The Future of Smart Cities and Sensors

The Future of Smart Cities and Sensors

According to a United Nation report, it is estimated that by 2050, 66% of the world’s population will live in cities. Urbanization combined with population growth will add another 2.5 billion people in 35 years.

The increasing urban population is demanding infrastructure, resources and energy at an alarming rate. How do we optimize the efficiency level of energy consumption? How do we plan out future traffic signals? How do we improve living experience for thousands of people? The concept of smart cities will be able to help us to answer these questions.

IHS defines smart cities as “cities that have deployed—or are currently piloting—the integration of information, communications and technology (ICT) solutions across three or more different functional areas of a city.”


San Jose, California : Partnering with Intel, San Jose implemented IoT Smart City Demonstration Platform to further the City’s Green Vision project launched in 2007. By installing a sensor network on air quality, sound, and microclimate, Intel is helping San Jose to build a sustainability lens for the city. Gathering data on a real time basis and analyzing that data allows the administration to make critical decisions that will improve life for its citizens.

Singapore: The state’s Infocomm Development Authority (IDA) revealed a plan last year with the goal to turn Singapore into the world’s first “Smart Nation”. One of the key features is to set up wireless hotspots for a high-speed network, allowing smart devices to switch between mobile data and Wi-Fi smoothly . There will also be a Super Wi-Fi network that can transmit data across the nation.

Wuhan, China : As the city faces the most complicated traffic conditions in China, Wuhan has been looking for a solution to its traffic problem. With help from Siemens, Wuhan has developed a sensor-powered traffic control system where automatic sensors and authorities (traffic police) are integrated together to optimize the traffic lights across the city. “By integrating the knowledge of policemen, our system deals more flexibly with the uncertainties of traffic,” said Wei Qiu, a Technical Manager at Siemens Corporate Technology in China. Furthermore, they are looking into turning the city’s 20,000 taxis into traffic data collectors to get more in-depth information on the traffic conditions across the city.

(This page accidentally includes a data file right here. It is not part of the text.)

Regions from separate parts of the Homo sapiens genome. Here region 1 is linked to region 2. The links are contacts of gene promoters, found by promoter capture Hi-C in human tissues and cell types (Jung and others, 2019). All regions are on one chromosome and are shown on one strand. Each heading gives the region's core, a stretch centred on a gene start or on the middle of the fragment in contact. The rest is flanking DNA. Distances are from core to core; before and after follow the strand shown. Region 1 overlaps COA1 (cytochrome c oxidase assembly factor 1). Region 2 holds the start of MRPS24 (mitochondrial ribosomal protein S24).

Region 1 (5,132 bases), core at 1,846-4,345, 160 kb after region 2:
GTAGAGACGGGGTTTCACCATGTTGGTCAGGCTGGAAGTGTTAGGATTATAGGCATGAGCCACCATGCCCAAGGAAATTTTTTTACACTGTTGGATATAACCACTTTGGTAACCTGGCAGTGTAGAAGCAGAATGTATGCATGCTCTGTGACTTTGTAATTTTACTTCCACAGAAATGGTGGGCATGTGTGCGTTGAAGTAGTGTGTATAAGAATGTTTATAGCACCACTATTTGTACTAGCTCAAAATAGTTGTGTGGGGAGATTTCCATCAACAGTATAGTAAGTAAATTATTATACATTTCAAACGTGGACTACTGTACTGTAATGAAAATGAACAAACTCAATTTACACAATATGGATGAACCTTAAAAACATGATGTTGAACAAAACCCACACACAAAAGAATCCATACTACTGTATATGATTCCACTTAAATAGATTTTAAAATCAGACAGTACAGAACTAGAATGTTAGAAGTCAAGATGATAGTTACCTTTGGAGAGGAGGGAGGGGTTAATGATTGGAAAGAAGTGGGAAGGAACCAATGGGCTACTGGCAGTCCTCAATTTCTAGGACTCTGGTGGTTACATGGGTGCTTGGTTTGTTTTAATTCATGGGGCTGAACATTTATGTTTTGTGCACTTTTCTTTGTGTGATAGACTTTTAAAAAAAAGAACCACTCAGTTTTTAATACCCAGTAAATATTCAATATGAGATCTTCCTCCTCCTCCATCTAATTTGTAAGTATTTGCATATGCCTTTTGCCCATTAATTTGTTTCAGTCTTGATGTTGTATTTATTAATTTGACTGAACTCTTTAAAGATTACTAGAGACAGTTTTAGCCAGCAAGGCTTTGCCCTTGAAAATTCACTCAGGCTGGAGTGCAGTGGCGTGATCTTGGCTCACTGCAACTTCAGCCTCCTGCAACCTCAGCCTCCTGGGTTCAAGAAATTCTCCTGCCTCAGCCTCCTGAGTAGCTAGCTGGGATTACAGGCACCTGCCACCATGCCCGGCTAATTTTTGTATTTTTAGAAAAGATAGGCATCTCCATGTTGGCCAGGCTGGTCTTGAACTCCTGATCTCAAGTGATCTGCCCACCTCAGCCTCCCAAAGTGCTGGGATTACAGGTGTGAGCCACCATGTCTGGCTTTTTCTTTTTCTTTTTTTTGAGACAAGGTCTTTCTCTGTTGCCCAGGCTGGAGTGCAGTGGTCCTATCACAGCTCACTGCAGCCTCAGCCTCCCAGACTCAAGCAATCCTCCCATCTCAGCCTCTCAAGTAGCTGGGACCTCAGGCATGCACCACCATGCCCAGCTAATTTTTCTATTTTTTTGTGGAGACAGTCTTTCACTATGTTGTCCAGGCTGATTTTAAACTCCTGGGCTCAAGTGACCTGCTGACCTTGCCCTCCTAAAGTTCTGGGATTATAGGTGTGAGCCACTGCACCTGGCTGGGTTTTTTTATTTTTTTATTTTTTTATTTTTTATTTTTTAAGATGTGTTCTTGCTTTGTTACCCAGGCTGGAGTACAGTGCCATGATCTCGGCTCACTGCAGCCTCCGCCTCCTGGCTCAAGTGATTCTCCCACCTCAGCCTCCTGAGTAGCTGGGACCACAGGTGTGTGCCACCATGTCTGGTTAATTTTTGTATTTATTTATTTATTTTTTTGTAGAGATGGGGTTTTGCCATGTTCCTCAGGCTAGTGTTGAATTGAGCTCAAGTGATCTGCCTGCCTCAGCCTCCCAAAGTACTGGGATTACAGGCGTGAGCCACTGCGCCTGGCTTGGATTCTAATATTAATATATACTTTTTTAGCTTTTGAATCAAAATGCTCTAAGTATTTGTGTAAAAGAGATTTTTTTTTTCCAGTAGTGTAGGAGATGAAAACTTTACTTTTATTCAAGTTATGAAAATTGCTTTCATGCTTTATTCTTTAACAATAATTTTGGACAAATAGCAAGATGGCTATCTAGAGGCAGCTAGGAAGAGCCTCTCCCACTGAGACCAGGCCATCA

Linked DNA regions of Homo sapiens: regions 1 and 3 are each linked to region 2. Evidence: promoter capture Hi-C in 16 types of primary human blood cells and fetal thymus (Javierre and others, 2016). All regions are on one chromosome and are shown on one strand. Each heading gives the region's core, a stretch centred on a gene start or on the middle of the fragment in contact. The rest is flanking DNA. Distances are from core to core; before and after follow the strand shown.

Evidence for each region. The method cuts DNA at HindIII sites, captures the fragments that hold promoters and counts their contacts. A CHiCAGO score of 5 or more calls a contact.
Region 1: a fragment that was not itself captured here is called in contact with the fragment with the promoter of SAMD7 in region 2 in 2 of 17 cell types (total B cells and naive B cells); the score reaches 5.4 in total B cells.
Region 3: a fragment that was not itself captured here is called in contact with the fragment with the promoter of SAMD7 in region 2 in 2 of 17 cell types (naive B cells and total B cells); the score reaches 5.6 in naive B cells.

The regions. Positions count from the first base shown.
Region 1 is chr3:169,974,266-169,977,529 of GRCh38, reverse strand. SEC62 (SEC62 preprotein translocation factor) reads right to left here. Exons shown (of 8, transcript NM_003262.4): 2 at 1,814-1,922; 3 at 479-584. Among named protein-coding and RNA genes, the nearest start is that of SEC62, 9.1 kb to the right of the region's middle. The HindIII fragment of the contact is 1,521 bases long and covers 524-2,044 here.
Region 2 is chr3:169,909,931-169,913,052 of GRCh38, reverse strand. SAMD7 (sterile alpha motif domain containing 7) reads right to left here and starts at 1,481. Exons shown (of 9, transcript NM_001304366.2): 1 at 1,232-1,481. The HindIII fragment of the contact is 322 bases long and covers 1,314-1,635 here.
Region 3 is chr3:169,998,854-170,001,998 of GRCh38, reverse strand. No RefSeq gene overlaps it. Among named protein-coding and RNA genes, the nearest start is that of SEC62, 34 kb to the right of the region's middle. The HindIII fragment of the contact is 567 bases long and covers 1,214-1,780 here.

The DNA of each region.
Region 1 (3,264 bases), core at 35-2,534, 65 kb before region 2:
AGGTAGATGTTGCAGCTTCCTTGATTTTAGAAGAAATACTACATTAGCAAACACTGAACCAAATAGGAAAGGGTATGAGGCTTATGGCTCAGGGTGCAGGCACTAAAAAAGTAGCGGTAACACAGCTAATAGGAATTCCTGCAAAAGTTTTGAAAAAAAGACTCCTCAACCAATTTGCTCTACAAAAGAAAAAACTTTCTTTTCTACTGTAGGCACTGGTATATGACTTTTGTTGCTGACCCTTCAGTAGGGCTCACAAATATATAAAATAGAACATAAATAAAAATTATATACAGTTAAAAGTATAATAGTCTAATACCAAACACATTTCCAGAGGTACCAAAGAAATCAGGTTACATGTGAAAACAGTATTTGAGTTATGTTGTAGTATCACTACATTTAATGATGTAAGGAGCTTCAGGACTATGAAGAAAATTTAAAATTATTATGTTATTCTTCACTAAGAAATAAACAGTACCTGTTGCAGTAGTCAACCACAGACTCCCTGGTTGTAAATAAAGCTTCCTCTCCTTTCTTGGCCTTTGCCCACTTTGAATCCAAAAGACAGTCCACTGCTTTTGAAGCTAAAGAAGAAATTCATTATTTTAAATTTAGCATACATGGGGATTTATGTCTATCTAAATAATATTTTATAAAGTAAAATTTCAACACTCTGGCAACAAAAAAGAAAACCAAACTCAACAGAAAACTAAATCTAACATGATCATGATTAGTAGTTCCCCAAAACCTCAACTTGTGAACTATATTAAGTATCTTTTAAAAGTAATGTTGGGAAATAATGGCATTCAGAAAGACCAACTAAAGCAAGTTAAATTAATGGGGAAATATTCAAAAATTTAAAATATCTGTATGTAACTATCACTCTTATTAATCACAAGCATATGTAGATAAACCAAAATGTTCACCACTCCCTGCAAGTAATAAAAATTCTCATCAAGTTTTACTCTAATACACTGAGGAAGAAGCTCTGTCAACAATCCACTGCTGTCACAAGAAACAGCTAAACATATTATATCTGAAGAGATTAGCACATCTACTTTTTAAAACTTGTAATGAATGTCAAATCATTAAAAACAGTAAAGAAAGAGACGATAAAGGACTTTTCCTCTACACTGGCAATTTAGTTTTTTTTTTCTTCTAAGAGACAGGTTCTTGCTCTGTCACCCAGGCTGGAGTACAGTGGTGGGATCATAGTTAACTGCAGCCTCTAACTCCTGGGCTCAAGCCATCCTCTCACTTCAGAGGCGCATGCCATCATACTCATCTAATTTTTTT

Based on IoT technology, the popularity of the smart city concept around the world will generate immense demand for electronic components. Smart cities will have an exponential impact on sensors, especially advanced sensors. Monitoring a functioning city with millions of people and objects moving at the same time requires sensors to be highly dedicated, accurate, and highly reliable. Additionally, upgrading the current technology equipment to match the requirement for a smart city network will be a big project. Basic data infrastructure, such as switches and routers for high speed Internet, will be another area where the demand will increase.

For the component distribution channel, the demand for sensor will be an opportunity for players to earn more market share and extend business opportunities with different upstream players in the supply chain. At Advanced MP Technology, our experienced global product team and resourceful network will allow us to support our customers with the best service possible.